By Bob Cooper According to a recent article in the Wall Street Journal, some CEO’s are starting to understand the price they have to pay for quick profits, and many of them are now taking a different approach. Although all companies should consider their long-term growth and financial stability, there has been an ongoing challenge that today’s CEO’s face; the relentless demand for immediate profits that is put on them by their stockholders. Look at it like this. Publicly traded companies (i.e., Delta Airlines, General Motors, etc.) are owned by stockholders just like you and me. Although small investors like us don’t have a voice with such large companies, there are Wall Street fund managers that do have their ear. These are the people that buy and sell stock in staggering lump sums, and in order to entice those fund managers to invest in their companies, and to then keep that money invested in their companies, the CEO’s need to show strong profits not just for the year, but for quarter after quarter. The CEO’s know that if they miss their earnings (profit) mark, then there is a strong probability the fund manager will consider pulling their investment, and investing their money elsewhere. In summary, investors like you and me put pressure on our stockbrokers to generate good profits for us, and in order to do so they put pressure on the fund managers, who then put pressure on the CEO’s. The end result? The CEO’s know if they don’t deliver, they may very well be out of a job, which is why so many of them are far more focused on short-term profits than long-term success. Are their exceptions? You bet, and the late Steve Jobs is a classic example of someone who had a long-term vision and who invested his profits back into Apple. Of course there are others who do so, such as Warren Buffet of Berkshire Hathaway and Bill Gates of Microsoft, but they are few in numbers compared to the CEO’s that are driven by short-term success. So now that the Wall Street Journal is reporting a shift in how CEO’s think about squeezing the golden goose, you may want to revisit your shop’s business strategy as well. Since Steve Jobs is considered by many to have been the greatest CEO of all time, you and I should certainly feel comfortable following his lead. How you view and operate your shop is certainly a personal decision, and I understand everyone is going to have different goals in mind, yet I feel there are some principles in business that are too good to be new. As Steve Jobs showed us, one of these principles is that we can’t let short-term interest or a quest for immediate rewards overcome our better judgement. Let your competitors make that mistake. Instead, just as Steve did, you need to set long-term goals that you believe in, you need to create a plan for reaching those goals, and then you need to constantly invest in your future. Some examples would be investing in training programs that address the newest vehicle technology, or taking the time now to implement an apprenticeship program that will help you develop your own superstar advisors and technicians in the coming years. I’d also recommend launching marketing campaigns that build your brand and focus on your principles, rather than campaigns focused on discounts that are designed to generate immediate sales. These are all surefire ways of investing in your future, and keeping you well ahead of your competitors. If you follow the example that Steve jobs set for us by reinvesting in your company, and if you live by the principle of never putting money ahead of people, you will see what your competitors will more than likely never see; a more profitable, successful business that is good for you, your employees, your customers and the industry. I am sure you will agree that beyond the great products, Steve Jobs gave us quite the gift; a lesson in how to build an incredible business. “Since 1990, Bob Cooper has been the president of Elite (www.EliteWorldwide.com), a company that strives to help shop owners reach their goals and live happier lives, while elevating the industry at the same time. The company offers one-on-one coaching from the industry’s top shop owners, service advisor training, peer groups, along with online and in-class sales, marketing and shop management courses. You can contact Elite at [email protected], or by calling 800-204-3548."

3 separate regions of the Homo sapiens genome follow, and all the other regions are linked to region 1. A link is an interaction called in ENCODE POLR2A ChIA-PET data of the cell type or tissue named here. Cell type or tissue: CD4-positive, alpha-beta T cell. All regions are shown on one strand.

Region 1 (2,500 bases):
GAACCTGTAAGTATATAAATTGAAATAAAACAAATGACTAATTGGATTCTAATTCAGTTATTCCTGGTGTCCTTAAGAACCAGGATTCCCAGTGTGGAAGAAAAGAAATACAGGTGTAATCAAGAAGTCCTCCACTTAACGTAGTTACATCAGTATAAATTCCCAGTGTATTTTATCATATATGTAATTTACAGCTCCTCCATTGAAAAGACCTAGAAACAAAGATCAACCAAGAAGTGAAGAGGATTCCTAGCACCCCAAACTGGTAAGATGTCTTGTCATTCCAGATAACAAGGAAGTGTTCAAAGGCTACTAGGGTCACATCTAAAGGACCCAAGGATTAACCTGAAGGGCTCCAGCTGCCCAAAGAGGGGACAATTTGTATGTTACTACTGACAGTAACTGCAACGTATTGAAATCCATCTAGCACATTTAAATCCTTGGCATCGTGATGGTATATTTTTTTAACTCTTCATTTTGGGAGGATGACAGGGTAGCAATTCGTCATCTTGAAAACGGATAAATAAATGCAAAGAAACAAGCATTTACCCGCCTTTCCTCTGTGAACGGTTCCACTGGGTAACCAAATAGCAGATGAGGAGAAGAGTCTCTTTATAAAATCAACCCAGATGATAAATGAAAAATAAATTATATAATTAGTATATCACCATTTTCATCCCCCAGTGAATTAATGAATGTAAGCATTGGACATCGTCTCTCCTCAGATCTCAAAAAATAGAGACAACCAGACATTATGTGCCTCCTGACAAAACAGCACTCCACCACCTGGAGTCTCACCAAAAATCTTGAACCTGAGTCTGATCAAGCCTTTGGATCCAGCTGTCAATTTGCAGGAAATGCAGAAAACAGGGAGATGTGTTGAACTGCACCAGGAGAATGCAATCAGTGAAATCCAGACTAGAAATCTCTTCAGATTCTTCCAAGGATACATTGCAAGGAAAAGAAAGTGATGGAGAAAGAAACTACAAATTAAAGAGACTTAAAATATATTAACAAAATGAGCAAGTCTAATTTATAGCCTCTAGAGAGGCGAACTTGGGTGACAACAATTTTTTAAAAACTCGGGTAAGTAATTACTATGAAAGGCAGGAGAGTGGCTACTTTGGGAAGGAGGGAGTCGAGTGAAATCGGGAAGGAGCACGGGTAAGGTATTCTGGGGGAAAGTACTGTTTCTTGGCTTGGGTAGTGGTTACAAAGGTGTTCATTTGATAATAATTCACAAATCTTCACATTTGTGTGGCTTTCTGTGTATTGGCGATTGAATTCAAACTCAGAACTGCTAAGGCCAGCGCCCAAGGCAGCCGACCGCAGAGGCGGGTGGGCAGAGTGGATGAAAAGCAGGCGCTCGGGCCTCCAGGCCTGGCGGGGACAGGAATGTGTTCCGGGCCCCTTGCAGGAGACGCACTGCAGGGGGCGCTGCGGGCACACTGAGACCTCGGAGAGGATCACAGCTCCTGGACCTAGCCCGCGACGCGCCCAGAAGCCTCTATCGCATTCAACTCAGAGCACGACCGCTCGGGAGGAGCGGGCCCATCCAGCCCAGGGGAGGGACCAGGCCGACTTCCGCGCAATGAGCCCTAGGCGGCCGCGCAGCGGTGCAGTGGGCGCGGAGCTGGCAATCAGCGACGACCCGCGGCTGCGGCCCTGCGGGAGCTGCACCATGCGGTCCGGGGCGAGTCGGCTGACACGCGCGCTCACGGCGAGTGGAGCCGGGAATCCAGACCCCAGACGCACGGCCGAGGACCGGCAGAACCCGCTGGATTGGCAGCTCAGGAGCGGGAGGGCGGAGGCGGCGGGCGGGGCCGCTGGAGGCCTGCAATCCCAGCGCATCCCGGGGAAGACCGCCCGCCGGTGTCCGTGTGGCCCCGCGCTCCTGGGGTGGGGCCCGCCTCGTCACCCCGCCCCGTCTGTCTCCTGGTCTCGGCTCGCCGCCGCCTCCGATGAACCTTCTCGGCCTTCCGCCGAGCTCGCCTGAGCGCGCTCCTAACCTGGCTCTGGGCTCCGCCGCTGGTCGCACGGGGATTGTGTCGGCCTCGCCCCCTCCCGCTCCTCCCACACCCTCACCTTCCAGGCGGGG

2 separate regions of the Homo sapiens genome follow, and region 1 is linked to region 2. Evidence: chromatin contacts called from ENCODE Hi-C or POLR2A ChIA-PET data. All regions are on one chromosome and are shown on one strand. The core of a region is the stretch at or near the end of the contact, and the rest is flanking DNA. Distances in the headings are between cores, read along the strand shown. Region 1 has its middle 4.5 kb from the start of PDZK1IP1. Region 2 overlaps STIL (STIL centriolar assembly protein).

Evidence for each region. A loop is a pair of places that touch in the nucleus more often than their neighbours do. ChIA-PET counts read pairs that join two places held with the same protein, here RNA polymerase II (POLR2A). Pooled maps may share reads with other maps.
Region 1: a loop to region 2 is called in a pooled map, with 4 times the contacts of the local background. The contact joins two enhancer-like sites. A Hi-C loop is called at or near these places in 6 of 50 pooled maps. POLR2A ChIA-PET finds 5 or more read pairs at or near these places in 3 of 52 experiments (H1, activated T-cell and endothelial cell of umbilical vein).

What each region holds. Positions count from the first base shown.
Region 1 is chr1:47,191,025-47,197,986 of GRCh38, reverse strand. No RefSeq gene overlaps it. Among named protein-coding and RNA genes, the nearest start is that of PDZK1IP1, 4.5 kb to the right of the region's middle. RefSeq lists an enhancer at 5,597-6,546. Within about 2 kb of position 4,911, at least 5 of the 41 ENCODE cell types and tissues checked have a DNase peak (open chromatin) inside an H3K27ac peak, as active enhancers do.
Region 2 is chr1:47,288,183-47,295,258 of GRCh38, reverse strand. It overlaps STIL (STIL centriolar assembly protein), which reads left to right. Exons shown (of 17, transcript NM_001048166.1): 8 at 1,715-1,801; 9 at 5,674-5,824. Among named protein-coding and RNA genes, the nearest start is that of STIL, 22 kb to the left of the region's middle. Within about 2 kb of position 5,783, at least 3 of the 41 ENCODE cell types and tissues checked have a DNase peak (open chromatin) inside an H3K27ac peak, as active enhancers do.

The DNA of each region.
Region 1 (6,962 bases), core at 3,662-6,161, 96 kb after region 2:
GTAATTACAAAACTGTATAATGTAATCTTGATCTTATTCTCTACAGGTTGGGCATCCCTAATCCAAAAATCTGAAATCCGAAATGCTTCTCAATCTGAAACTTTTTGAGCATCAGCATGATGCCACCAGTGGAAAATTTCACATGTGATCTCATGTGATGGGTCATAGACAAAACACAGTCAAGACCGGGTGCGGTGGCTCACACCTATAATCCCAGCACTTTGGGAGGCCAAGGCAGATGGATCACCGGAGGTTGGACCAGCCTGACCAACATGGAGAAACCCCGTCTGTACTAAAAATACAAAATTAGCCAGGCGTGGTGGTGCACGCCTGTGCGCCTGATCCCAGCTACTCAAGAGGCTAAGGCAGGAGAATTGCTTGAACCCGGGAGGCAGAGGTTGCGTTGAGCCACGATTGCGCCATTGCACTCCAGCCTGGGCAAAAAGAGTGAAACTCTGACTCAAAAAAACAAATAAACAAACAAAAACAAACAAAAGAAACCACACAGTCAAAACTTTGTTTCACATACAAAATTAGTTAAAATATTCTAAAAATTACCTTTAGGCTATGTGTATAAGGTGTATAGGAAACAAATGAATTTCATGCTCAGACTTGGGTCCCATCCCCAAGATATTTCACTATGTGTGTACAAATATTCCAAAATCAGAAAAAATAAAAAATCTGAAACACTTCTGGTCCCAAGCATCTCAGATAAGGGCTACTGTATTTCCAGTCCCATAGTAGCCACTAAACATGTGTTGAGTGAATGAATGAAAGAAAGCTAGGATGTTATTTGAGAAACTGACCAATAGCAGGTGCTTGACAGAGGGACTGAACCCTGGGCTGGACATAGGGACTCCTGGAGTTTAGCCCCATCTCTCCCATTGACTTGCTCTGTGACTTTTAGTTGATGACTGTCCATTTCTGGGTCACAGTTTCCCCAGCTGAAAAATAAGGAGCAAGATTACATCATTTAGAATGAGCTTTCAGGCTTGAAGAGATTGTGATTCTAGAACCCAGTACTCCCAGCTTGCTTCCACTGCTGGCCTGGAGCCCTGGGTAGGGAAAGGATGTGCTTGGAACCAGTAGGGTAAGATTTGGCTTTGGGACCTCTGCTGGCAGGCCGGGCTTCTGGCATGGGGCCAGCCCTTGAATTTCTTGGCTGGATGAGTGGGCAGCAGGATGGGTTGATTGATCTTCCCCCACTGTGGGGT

View full article

      By Elite Worldwide Inc., in AutoShopOwner Articles

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    • wiTECH , Micropod ll upgrade ?

      wiTech ,Micropod ll / Tech Authority : Shop focuses heavily on Computer/ Electrical work diagnostic and repair. Just received notice from AE Tools that I must upgrade in Jan. to a Micropod ll  with serial # over WSP-31560. Hardware cost of 1,850.00 with license and subscription a special deal of 4,809.00. ($500 discount with bundle) The Question: What are others doing with wiTECH ? The yearly cost after equipment seems way too high IDS, MDI ll have much better program cost. Are you using wiTech? Seems essential for solid diagnostic and programming on Chrysler vehicles. Does anyone have a  source recommendation for wiTECH / Micropod ll  offering a more reasonable cost?  I did look for discussions on diagnostic equipment, please point me in that direction if I've missed the topic. Thanks,      

      By dstremski, in Automotive Shop Tools & Equipment